Benign Prostatic Hyperplasia

What is Benign Prostatic Hyperplasia (BPH)?

Benign Prostatic Hyperplasia is an enlargement of the prostate gland. Prostate gland exists in all male and it starts to enlarge as early as 35 years. It is not until later in life that the urinary symptoms occur. Generally, benign prostate hyperplasia (BPH) or benign prostatic enlargement (BPE) happens to compress on the urethra and resulting in the obstructing symptoms. As the benign part starts to grow and expand, it will compress the surrounding peripheral parts and cause the formation of a false capsule around it.

Signs and Symptoms

Most men between the age of 35 to 45 will not have symptoms due to prostatic enlargement. But if you have the following signs and symptoms, you may want to seek for further investigation:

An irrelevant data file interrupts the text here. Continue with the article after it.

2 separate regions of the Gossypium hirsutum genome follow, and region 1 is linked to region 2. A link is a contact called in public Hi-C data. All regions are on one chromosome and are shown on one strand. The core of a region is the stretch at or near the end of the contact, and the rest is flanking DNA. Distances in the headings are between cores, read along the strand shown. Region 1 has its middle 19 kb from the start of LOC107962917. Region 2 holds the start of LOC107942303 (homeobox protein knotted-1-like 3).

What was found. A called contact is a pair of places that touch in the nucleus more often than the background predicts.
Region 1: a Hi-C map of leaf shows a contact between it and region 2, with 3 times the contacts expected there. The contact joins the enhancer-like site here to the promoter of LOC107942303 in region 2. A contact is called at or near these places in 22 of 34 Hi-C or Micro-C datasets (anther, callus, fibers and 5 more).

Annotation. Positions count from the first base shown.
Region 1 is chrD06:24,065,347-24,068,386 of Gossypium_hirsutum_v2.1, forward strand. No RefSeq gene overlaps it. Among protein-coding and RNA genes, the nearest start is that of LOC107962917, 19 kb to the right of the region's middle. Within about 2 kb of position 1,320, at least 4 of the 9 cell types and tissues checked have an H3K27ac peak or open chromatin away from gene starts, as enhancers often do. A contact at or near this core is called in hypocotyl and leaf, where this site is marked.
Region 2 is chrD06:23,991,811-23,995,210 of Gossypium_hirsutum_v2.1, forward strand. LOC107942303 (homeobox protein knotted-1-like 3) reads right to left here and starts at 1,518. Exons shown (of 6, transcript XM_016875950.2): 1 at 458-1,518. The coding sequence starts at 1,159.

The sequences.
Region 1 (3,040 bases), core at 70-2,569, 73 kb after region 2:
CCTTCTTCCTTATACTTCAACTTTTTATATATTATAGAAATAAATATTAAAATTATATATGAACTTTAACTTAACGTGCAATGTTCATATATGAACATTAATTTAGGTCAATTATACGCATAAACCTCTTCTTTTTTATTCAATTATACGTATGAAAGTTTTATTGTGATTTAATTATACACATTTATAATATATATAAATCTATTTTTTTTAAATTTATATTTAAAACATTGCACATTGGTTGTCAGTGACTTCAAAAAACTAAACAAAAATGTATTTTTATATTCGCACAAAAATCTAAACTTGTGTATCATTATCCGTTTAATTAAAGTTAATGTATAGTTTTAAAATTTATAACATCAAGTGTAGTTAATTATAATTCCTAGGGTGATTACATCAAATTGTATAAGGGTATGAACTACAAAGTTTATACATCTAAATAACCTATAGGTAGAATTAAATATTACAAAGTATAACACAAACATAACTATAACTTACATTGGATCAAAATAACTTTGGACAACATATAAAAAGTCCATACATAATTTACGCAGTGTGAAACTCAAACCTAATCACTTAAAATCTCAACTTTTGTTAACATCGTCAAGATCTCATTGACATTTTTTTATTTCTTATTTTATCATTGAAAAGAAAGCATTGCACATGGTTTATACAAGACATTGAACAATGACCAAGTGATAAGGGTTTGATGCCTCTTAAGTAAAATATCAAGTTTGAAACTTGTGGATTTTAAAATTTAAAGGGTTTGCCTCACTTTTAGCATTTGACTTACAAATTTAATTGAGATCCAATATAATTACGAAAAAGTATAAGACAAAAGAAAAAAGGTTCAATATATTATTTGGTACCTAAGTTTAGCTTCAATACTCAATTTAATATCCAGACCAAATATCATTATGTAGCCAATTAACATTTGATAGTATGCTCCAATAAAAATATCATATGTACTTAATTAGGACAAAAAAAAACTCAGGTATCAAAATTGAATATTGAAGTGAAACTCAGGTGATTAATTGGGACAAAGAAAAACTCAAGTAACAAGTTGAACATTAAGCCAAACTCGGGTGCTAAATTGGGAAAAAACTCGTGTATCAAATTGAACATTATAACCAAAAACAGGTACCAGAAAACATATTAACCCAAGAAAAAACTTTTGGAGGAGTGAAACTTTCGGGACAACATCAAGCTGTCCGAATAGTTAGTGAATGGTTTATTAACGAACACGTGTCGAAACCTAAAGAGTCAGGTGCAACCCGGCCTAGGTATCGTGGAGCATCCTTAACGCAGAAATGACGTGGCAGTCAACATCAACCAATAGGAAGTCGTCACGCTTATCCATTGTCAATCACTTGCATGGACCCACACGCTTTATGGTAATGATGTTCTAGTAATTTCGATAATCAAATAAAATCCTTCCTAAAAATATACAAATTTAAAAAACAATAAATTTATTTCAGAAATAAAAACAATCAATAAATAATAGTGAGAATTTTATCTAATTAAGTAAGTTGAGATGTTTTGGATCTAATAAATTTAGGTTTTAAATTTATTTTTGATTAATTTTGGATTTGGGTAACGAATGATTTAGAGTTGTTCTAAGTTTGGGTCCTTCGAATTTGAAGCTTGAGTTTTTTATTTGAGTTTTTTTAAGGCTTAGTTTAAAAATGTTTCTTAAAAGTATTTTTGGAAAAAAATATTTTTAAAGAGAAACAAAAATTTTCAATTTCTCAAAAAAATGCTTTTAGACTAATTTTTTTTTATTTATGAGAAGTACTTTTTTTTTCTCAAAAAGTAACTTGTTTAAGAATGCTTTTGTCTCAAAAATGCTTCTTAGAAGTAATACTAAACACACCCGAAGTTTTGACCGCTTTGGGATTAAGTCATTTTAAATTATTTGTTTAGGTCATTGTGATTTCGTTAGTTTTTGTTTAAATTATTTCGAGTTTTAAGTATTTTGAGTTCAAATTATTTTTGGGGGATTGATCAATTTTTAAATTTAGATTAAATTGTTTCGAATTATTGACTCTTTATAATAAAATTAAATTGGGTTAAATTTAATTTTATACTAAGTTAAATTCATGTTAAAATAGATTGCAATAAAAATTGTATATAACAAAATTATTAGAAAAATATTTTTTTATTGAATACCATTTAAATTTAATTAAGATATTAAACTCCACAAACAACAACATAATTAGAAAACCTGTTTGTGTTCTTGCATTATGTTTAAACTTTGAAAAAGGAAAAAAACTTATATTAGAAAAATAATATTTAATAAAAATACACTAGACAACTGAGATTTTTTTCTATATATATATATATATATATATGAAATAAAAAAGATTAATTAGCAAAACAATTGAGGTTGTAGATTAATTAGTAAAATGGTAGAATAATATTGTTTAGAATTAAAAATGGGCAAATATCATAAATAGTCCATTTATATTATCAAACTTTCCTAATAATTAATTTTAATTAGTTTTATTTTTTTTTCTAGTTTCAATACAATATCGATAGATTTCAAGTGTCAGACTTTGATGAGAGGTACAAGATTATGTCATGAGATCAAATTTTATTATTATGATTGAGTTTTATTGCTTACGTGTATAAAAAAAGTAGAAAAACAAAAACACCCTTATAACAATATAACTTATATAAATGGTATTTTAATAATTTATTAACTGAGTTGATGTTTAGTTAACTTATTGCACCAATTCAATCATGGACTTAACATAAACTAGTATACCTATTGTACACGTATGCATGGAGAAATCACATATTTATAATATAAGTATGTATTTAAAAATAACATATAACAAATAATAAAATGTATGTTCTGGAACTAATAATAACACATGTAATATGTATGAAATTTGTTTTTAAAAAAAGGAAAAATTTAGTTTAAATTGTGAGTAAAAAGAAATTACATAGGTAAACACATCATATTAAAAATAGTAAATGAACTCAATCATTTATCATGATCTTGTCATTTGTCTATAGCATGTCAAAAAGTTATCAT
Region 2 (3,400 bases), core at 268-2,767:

• urinary tract infection

  • overactive bladder (abnormal urge to urinate) frequency

  • nocturia (frequent urination at night with 2 times or more)

  • complications such as present of blood in the urine, renal failure, stone formation in the bladder

  • pain in passing urine

  • urethra stone

Treatment of Clinical Benign Prostate Hyperplasia (BPH)

The treatment can be divided mainly into 3 major methods:

  • observation [mild group, urine retention is low, and patient does not have discomfort]

  • medication [moderate group]       

  • surgery, i.e. transurethral resection of prostate (TURP) [severe group]

The common medications used by urologists in Singapore are of 2 major types:

  • the alpha blockers (relax and reduce the smooth muscle tone surrounding the prostate capsule)

  • 5-alpha reductase (shrink the prostate gland by acting on the male sex hormones)

Surgery

Transurethral Resection of the Prostate (TURP) is an endoscopic surgical procedure that involves putting the scope through the urethra passage to resect the obstructing prostatic gland. It is done under regional anesthesia and the resected prostatic chips are usually removed through the same scope.​

Disclaimer: This is not a guide to self-diagnose. We encourage to seek urologist advice further.

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